Routines and Procedures

Computer Captains for Transitions

Computer Captains for Transitions is a routine I have developed that allows my students to take on an important peer leadership role that, at the same time, helps minimize the amount of time that my students spend in transition from working independently on a computer to joining their group on the rug for direct instruction or vice versa. Using the Computer Captains for Transitions strategy, which involves designated students alerting their peers to the timing of routinized whole-class transitions, allows my students to develop more ownership over their own learning and the culture of the class. Used in combination with timing transitions and re-doing unsuccessful transitions, this strategy has helped me re-capture critical learning time in my blended learning classroom. 

Strategy Resources (3)
Student Handout
 
 
This is the Computer Captain job description that I share with my students. It states that the captain is responsible for ensuring a good transition to and from the computers by saying "All aboard!" when the transition has started, timing students during the transition, and positively reinforcing those who transition correctly. The Computer Captain also signals when it is "All cleared!" to begin using computers.
Student Handout
 
 
My students use this Student Job Application to "apply" for jobs in my classroom. They have to explain why they want the job, as well as list their qualifications, prior job experiences, and other jobs they may also like to have.
Student Handout
 
 
This is the Computer Captain job description that I share with my students. It states that the captain is responsible for ensuring a good transition to and from the computers by saying "All aboard!" when the transition has started, timing students during the transition, and positively reinforcing those who transition correctly. The Computer Captain also signals when it is "All cleared!" to begin using computers.
Student Handout
 
 
My students use this Student Job Application to "apply" for jobs in my classroom. They have to explain why they want the job, as well as list their qualifications, prior job experiences, and other jobs they may also like to have.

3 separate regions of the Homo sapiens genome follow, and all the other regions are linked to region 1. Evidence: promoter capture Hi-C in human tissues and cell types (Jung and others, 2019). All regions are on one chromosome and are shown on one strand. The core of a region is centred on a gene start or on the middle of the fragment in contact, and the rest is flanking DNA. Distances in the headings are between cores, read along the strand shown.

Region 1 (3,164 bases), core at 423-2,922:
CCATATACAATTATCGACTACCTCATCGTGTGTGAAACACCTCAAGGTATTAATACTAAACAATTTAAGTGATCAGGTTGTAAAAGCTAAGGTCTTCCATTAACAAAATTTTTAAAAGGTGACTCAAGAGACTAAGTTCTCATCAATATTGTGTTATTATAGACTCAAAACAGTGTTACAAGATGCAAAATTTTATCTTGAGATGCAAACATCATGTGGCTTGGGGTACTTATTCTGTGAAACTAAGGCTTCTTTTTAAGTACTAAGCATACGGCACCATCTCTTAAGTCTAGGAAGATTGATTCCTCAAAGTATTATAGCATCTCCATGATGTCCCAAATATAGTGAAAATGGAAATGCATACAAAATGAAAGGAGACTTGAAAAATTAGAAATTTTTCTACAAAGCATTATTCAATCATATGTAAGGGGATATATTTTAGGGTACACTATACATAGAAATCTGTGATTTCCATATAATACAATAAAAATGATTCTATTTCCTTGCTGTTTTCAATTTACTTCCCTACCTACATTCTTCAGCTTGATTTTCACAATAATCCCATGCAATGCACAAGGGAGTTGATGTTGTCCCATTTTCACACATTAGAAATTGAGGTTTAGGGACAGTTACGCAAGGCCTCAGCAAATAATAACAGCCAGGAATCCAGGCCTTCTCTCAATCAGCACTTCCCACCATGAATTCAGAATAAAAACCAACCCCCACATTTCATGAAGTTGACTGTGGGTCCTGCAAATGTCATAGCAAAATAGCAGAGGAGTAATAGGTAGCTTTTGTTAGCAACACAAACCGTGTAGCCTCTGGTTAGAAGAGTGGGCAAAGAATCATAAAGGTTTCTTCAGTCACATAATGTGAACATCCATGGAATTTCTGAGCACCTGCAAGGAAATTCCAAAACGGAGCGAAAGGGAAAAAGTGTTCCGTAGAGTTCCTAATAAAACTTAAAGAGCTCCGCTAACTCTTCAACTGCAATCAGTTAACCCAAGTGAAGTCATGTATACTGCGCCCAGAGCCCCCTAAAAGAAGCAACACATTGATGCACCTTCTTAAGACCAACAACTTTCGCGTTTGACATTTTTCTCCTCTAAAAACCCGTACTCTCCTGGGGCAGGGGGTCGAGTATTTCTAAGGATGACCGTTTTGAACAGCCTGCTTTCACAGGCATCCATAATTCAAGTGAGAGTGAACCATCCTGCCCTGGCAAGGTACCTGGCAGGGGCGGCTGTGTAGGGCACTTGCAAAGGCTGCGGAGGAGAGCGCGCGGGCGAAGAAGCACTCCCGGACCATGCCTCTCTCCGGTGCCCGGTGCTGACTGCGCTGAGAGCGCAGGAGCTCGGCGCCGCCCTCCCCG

Mark Montero
Aspire Titan Academy
Los Angeles, CA


 

About this strategy

Prep Time:
Moderate
Subject:
English / Language Arts
Grade:
Third grade
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During the Problem Solving Investigation, students are in their teams and are delegating/agreeing on what their next steps and strategies will be during a problem solving investigation. Once they are ready to begin they show the teacher a silent signal, in this case a thumbs-up. They are then dissmissed to begin their investigation using manipulatives and materials they have are given/may select from. During this time each student is given a randomized role based on their drawn number for the session. Then students select strategies to solving the problem and collaborate using the strategies they've selected from our marh strategies card. Once they agree they provide feedback or ask questions in ways to proceed forth/close out the investigation task. The students identify their next steps and are in control of their own learning. I implement this strategy to catalyze stronger teamwork skills and lifelong collaborative abilities.This strategy is developing skill sets students will need in the upper grade levels as well as in college. Basic interpersonal communication and academic language profficiencies can only flourish when ample opportunities are created in the classroom.  

 
Small-Group Instruction
Small Group Intervention

This strategy is a small group guided instruction, or in student friendly language, team time with Mr. Esparza. A group of 3-4 students is pulled as other teams are conducting a differentiated math investigation. Students are given a selection of materials to create models and formulate ideas. We work as a collective to identify our misconceptions by asking ourselves questions, explaining why, and checking for understanding. As a scaffold, students use hand signals and our learning goal success rubrics to check themselves for understanding throughout the process.

 
Routines and Procedures
Blended Learning Self-Monitoring

Students self monitoring- At the closing of each session students turns and talk to their neighbor about how their session went, what went well, and what a challenge was. This is done so students have support for their sessions, and so the teacher can visually evaluate how the students feel they are doing. The self monitoring also helps students consider what their next steps should be, as well as offer up suggestions on who to ask for help with certain lessons or who the 'ask an expert' go to would be. 


 
 
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